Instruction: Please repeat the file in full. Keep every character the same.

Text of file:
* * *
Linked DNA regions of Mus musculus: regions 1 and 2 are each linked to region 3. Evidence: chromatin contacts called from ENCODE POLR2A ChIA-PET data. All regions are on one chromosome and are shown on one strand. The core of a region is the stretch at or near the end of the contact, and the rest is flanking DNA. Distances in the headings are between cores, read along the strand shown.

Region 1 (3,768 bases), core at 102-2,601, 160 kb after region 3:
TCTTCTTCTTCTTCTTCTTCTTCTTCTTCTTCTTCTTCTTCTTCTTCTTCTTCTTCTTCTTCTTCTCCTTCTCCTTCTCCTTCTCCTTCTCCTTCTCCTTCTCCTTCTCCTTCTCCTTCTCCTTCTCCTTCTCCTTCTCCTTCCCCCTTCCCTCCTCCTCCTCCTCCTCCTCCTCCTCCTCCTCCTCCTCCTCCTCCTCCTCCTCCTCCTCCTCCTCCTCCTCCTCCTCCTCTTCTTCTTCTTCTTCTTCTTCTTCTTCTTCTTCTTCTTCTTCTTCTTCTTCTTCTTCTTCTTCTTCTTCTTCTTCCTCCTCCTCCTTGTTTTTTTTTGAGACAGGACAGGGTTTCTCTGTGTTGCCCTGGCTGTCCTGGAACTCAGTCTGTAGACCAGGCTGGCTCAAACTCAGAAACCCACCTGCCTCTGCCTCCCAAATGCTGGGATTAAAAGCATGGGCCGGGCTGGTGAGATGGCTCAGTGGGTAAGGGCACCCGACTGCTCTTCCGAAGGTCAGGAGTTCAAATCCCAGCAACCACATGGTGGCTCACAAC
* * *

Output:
Linked DNA regions of Mus musculus: regions 1 and 2 are each linked to region 3. Evidence: chromatin contacts called from ENCODE POLR2A ChIA-PET data. All regions are on one chromosome and are shown on one strand. The core of a region is the stretch at or near the end of the contact, and the rest is flanking DNA. Distances in the headings are between cores, read along the strand shown.

Region 1 (3,768 bases), core at 102-2,601, 160 kb after region 3:
TCTTCTTCTTCTTCTTCTTCTTCTTCTTCTTCTTCTTCTTCTTCTTCTTCTTCTTCTTCTTCTTCTCCTTCTCCTTCTCCTTCTCCTTCTCCTTCTCCTTCTCCTTCTCCTTCTCCTTCTCCTTCTCCTTCTCCTTCTCCTTCCCCCTTCCCTCCTCCTCCTCCTCCTCCTCCTCCTCCTCCTCCTCCTCCTCCTCCTCCTCCTCCTCCTCCTCCTCCTCCTCCTCCTCCTCTTCTTCTTCTTCTTCTTCTTCTTCTTCTTCTTCTTCTTCTTCTTCTTCTTCTTCTTCTTCTTCTTCTTCTTCTTCCTCCTCCTCCTTGTTTTTTTTTGAGACAGGACAGGGTTTCTCTGTGTTGCCCTGGCTGTCCTGGAACTCAGTCTGTAGACCAGGCTGGCTCAAACTCAGAAACCCACCTGCCTCTGCCTCCCAAATGCTGGGATTAAAAGCATGGGCCGGGCTGGTGAGATGGCTCAGTGGGTAAGGGCACCCGACTGCTCTTCCGAAGGTCAGGAGTTCAAATCCCAGCAACCACATGGTGGCTCACAAC